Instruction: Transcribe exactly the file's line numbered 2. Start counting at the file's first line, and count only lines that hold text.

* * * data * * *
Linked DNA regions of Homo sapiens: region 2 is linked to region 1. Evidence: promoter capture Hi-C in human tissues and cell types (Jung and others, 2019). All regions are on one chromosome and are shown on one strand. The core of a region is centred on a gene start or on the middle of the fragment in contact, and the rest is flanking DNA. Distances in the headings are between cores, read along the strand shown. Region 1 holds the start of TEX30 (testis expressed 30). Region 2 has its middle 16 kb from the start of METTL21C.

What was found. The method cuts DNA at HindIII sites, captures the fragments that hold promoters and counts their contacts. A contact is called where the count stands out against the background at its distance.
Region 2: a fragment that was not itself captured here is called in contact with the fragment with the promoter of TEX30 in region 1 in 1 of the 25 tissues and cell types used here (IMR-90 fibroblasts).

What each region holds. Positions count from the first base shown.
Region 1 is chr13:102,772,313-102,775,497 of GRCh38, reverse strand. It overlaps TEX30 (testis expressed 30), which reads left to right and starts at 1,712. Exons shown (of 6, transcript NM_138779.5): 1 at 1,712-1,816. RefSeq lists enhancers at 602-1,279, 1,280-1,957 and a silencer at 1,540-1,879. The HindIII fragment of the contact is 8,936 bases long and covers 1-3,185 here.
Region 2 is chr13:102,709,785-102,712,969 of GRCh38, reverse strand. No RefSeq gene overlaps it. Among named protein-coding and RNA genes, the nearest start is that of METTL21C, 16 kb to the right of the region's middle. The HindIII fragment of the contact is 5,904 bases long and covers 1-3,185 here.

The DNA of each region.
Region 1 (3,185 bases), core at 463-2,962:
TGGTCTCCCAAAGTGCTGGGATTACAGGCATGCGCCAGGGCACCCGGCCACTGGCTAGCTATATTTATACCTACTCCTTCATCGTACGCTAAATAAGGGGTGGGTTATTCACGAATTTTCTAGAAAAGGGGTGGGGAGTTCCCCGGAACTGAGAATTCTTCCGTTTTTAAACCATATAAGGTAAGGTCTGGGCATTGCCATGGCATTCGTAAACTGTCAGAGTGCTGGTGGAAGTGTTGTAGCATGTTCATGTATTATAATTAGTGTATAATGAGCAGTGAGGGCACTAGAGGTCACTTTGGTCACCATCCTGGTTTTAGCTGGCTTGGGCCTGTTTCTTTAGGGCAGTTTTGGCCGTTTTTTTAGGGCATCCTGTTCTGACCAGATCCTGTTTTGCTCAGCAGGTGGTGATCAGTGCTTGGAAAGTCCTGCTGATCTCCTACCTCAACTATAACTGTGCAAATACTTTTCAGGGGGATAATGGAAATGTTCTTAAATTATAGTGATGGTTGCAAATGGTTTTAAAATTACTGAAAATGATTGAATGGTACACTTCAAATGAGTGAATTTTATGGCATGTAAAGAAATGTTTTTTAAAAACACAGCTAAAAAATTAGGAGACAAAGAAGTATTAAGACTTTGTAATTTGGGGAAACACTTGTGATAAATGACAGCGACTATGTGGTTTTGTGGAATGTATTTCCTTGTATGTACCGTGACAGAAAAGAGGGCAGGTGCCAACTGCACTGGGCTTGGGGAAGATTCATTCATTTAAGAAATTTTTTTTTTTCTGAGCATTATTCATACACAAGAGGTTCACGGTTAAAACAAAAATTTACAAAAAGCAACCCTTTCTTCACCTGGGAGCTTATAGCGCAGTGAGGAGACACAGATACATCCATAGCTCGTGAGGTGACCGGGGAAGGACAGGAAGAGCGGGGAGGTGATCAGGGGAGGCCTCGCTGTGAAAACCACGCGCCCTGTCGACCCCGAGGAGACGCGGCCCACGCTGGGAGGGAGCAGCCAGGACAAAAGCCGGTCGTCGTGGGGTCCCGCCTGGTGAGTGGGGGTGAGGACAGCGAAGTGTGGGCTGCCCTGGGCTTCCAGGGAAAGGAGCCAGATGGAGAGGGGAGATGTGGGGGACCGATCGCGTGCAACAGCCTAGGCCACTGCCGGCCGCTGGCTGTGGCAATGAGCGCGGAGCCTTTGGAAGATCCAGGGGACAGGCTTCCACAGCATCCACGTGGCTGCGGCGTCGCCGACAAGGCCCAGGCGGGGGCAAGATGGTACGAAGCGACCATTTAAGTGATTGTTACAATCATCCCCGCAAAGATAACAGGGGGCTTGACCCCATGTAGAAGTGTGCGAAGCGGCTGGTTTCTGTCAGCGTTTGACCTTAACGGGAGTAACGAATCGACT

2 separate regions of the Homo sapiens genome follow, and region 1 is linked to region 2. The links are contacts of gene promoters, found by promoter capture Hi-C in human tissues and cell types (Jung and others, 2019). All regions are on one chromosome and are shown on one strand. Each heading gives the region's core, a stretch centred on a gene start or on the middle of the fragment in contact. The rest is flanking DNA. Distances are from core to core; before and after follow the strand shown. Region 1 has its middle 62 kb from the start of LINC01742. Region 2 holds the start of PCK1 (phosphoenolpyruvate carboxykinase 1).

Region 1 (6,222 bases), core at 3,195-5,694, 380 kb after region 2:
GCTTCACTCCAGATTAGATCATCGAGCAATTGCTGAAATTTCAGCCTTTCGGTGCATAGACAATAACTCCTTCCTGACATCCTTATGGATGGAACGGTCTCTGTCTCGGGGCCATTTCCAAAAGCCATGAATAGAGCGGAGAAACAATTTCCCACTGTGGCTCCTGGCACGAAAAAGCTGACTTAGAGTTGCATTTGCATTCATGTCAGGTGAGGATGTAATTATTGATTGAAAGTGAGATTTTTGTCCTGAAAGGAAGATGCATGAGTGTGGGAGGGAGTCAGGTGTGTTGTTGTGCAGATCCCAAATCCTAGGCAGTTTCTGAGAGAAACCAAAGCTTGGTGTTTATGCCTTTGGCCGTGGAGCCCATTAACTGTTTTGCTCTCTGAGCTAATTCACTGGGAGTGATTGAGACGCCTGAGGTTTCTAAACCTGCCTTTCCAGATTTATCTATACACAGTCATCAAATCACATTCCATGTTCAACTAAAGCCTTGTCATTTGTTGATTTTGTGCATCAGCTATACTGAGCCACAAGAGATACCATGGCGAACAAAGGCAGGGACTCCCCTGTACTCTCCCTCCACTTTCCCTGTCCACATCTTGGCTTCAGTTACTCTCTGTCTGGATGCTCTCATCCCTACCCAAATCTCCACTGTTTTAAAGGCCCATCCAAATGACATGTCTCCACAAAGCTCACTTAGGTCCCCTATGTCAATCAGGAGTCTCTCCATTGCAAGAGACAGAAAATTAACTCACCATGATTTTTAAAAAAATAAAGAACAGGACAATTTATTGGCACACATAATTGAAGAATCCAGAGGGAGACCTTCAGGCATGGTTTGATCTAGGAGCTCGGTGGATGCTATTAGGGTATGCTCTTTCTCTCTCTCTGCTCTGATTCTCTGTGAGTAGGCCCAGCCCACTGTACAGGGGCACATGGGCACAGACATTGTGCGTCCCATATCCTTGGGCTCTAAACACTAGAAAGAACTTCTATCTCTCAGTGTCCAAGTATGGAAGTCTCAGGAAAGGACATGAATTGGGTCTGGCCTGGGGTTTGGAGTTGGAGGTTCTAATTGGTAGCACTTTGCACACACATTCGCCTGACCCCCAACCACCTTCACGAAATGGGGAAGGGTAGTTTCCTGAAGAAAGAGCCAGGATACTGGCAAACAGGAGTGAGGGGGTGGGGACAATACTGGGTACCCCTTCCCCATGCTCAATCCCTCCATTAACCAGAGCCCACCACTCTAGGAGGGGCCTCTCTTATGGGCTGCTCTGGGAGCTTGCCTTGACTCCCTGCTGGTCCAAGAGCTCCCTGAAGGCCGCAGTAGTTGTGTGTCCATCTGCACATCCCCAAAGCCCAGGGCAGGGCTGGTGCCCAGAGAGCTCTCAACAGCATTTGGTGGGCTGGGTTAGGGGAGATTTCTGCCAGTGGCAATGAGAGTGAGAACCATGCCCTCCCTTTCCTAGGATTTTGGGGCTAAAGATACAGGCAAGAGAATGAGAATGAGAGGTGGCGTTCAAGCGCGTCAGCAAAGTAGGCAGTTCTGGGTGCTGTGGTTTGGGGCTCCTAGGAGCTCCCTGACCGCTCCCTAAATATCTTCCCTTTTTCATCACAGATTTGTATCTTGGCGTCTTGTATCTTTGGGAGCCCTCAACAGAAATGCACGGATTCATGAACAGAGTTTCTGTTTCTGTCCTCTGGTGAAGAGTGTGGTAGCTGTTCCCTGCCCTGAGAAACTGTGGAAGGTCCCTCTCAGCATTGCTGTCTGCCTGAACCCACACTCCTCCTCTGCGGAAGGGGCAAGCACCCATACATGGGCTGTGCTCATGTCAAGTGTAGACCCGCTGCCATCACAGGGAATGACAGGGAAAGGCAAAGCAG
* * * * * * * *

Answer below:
What was found. The method cuts DNA at HindIII sites, captures the fragments that hold promoters and counts their contacts. A contact is called where the count stands out against the background at its distance.